Articles in regional publications that pertain to a wide range of North Carolina-related topics.
for Wildlife in North Carolina Vol. 64 Issue 7, July 2000
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More species of fungi exist in North Carolina than anywhere else in the country. In the Great Smoky Mountain National Park, 10,000 species are identified, but scientists estimate another 90,000 remain unidentified. In the year 2000, a survey began to identify all the park's fungi. Other teams will map and identify everything from the park's viruses to mammals. When the project is completed in fifteen years, park managers will have the first comprehensive assessment of the Smoky Mountains' biodiversity.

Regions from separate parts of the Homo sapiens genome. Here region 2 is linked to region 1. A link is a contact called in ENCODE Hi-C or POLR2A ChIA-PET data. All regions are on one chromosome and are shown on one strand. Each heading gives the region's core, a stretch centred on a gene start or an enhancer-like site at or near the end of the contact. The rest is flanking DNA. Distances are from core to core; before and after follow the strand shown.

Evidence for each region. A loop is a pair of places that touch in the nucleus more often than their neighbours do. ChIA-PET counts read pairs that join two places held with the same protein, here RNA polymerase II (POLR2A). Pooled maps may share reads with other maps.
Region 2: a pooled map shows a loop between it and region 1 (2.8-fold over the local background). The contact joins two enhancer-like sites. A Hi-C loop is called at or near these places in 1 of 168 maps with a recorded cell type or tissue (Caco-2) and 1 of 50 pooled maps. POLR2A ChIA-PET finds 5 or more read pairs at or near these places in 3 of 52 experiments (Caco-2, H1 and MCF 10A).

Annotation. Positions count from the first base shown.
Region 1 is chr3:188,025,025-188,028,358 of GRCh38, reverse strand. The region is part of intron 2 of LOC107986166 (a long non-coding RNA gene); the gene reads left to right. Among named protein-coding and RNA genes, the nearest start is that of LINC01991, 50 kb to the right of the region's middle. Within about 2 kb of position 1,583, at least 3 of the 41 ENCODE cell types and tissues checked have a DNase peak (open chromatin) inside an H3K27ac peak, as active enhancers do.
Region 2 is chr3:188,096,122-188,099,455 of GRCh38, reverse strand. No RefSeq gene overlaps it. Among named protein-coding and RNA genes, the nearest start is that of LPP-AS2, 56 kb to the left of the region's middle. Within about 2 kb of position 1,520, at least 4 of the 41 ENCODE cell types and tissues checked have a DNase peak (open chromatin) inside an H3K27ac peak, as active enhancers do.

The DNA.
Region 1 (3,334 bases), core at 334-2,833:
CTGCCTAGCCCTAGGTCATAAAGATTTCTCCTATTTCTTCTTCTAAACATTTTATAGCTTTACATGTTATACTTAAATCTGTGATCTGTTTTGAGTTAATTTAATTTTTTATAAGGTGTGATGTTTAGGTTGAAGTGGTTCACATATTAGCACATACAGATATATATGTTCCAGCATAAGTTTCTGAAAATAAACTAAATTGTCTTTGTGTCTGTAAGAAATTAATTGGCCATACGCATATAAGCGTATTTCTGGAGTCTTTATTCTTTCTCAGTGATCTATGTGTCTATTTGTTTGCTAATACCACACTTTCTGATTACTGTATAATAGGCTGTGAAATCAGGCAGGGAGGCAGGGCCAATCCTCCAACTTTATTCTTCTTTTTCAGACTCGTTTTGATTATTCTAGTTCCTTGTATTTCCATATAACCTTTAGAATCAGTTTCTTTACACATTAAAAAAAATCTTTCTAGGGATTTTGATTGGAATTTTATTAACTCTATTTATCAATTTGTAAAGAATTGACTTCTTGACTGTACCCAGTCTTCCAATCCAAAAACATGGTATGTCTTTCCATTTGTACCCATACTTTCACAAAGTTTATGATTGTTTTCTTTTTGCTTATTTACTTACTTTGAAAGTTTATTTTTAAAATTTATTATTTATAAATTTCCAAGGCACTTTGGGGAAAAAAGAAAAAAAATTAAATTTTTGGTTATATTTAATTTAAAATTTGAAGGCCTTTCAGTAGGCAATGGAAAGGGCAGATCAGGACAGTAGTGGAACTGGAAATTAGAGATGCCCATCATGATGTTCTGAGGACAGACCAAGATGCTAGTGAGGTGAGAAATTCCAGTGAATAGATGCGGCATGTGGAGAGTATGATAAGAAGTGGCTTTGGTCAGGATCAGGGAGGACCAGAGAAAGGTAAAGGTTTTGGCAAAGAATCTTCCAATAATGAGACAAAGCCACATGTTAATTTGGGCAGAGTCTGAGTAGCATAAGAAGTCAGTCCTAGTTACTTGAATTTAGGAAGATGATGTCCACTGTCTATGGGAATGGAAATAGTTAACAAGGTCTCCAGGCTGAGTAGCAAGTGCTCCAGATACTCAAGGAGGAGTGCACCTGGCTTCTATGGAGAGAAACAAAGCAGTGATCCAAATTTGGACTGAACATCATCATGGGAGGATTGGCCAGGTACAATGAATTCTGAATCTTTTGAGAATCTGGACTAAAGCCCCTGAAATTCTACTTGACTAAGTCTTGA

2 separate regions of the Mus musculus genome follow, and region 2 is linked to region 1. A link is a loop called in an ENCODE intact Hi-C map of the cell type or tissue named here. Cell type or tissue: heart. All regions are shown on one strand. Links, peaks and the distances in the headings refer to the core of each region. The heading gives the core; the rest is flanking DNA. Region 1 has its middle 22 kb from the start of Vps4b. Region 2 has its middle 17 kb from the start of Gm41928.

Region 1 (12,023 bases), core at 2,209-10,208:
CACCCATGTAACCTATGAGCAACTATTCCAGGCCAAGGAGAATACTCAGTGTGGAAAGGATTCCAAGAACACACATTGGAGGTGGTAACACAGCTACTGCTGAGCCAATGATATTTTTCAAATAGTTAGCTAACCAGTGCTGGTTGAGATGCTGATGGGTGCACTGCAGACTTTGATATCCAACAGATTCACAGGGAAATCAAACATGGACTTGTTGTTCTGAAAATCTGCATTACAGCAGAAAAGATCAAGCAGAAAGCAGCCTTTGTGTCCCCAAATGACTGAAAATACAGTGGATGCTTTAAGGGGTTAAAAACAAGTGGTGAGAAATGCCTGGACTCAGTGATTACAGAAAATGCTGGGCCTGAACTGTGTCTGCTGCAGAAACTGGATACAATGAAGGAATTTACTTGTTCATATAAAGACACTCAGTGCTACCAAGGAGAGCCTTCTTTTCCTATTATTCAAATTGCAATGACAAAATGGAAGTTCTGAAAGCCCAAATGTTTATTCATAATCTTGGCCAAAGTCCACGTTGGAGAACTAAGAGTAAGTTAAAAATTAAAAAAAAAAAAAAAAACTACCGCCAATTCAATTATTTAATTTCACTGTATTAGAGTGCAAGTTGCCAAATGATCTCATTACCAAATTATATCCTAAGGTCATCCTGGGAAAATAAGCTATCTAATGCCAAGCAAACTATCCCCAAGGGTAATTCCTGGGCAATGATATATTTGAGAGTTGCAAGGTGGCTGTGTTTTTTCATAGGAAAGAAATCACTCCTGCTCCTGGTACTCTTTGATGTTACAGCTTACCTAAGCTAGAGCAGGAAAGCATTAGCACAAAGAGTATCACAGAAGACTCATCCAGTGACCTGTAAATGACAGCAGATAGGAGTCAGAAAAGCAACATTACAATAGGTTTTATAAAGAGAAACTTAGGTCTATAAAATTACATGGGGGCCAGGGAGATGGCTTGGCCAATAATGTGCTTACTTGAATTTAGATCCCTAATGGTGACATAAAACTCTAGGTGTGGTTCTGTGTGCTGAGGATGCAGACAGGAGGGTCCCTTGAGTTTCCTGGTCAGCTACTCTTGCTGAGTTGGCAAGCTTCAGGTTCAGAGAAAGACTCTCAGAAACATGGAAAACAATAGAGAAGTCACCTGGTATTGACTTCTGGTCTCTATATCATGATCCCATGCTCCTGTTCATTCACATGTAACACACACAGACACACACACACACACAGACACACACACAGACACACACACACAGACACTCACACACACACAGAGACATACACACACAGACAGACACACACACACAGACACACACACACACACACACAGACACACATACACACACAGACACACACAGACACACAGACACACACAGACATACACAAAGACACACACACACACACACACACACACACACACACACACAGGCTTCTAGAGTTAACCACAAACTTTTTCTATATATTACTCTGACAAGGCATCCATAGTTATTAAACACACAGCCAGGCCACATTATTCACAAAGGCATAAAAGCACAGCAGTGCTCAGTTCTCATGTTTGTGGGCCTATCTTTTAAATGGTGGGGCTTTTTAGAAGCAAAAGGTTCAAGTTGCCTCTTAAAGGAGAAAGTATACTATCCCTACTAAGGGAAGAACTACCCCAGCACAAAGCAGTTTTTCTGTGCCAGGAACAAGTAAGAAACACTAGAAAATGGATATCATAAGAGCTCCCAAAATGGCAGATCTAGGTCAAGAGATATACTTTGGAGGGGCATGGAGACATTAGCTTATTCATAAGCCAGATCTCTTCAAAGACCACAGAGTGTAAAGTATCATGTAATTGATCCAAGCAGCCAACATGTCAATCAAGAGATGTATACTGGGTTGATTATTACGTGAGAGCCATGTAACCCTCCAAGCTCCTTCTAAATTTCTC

In downtown Franklin in Macon County stands a tall, grassy mound, about 20 feet high and 450 feet around the base. The Nikwasi Mound, built a thousand years ago by the Cherokees, was a sacred ceremonial site in the center of their village on the Little Tennessee River. Town residents purchased the mound in 1946 to preserve it. Today Nikwasi and the Town Creek Mound near Mount Gilead are the state's only two mounds that are protected and open to the public.
Ginseng is an endangered plant that has medicinal properties highly prized by illegal harvesters. To help the North Carolina Department of Agriculture catch ginseng poachers, researchers developed a harmless dye to spray on the plant. The secret dye identifies an illegal harvest. Since 1993, eighty ginseng poachers have been convicted. Stealing an endangered plant is a felony.